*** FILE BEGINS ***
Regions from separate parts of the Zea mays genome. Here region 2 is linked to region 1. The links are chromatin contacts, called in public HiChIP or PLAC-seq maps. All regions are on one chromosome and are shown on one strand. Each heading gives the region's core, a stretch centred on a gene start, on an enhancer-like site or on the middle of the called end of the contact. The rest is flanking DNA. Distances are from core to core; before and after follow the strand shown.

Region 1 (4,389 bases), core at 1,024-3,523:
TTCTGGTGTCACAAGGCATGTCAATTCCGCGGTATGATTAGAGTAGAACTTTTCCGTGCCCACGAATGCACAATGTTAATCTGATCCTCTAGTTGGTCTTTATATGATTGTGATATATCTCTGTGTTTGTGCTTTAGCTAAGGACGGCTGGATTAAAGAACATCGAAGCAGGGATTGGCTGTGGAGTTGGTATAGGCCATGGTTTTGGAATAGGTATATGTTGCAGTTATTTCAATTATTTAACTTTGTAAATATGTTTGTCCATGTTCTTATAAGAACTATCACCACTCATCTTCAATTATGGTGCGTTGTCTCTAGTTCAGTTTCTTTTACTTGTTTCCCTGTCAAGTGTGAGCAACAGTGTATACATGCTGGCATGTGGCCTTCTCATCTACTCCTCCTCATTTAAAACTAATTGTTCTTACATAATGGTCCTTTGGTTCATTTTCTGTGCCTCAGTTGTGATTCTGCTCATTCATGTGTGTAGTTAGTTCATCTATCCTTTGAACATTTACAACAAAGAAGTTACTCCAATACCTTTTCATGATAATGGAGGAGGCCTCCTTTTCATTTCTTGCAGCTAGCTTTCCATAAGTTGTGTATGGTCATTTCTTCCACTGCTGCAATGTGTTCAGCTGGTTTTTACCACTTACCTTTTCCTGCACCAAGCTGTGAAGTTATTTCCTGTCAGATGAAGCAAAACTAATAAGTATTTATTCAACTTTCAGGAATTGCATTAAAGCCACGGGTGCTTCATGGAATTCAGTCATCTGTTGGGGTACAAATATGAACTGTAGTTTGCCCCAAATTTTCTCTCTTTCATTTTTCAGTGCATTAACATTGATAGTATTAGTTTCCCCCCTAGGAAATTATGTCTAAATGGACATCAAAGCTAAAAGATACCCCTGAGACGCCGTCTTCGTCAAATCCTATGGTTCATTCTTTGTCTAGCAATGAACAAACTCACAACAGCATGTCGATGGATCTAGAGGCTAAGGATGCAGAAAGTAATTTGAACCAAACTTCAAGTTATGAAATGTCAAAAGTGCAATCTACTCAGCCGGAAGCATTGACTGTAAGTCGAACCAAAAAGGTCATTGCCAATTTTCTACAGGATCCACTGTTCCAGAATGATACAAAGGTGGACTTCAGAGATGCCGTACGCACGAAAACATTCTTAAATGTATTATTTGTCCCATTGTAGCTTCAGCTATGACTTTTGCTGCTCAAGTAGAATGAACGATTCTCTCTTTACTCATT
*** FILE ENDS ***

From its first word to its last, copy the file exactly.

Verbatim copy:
Regions from separate parts of the Zea mays genome. Here region 2 is linked to region 1. The links are chromatin contacts, called in public HiChIP or PLAC-seq maps. All regions are on one chromosome and are shown on one strand. Each heading gives the region's core, a stretch centred on a gene start, on an enhancer-like site or on the middle of the called end of the contact. The rest is flanking DNA. Distances are from core to core; before and after follow the strand shown.

Region 1 (4,389 bases), core at 1,024-3,523:
TTCTGGTGTCACAAGGCATGTCAATTCCGCGGTATGATTAGAGTAGAACTTTTCCGTGCCCACGAATGCACAATGTTAATCTGATCCTCTAGTTGGTCTTTATATGATTGTGATATATCTCTGTGTTTGTGCTTTAGCTAAGGACGGCTGGATTAAAGAACATCGAAGCAGGGATTGGCTGTGGAGTTGGTATAGGCCATGGTTTTGGAATAGGTATATGTTGCAGTTATTTCAATTATTTAACTTTGTAAATATGTTTGTCCATGTTCTTATAAGAACTATCACCACTCATCTTCAATTATGGTGCGTTGTCTCTAGTTCAGTTTCTTTTACTTGTTTCCCTGTCAAGTGTGAGCAACAGTGTATACATGCTGGCATGTGGCCTTCTCATCTACTCCTCCTCATTTAAAACTAATTGTTCTTACATAATGGTCCTTTGGTTCATTTTCTGTGCCTCAGTTGTGATTCTGCTCATTCATGTGTGTAGTTAGTTCATCTATCCTTTGAACATTTACAACAAAGAAGTTACTCCAATACCTTTTCATGATAATGGAGGAGGCCTCCTTTTCATTTCTTGCAGCTAGCTTTCCATAAGTTGTGTATGGTCATTTCTTCCACTGCTGCAATGTGTTCAGCTGGTTTTTACCACTTACCTTTTCCTGCACCAAGCTGTGAAGTTATTTCCTGTCAGATGAAGCAAAACTAATAAGTATTTATTCAACTTTCAGGAATTGCATTAAAGCCACGGGTGCTTCATGGAATTCAGTCATCTGTTGGGGTACAAATATGAACTGTAGTTTGCCCCAAATTTTCTCTCTTTCATTTTTCAGTGCATTAACATTGATAGTATTAGTTTCCCCCCTAGGAAATTATGTCTAAATGGACATCAAAGCTAAAAGATACCCCTGAGACGCCGTCTTCGTCAAATCCTATGGTTCATTCTTTGTCTAGCAATGAACAAACTCACAACAGCATGTCGATGGATCTAGAGGCTAAGGATGCAGAAAGTAATTTGAACCAAACTTCAAGTTATGAAATGTCAAAAGTGCAATCTACTCAGCCGGAAGCATTGACTGTAAGTCGAACCAAAAAGGTCATTGCCAATTTTCTACAGGATCCACTGTTCCAGAATGATACAAAGGTGGACTTCAGAGATGCCGTACGCACGAAAACATTCTTAAATGTATTATTTGTCCCATTGTAGCTTCAGCTATGACTTTTGCTGCTCAAGTAGAATGAACGATTCTCTCTTTACTCATT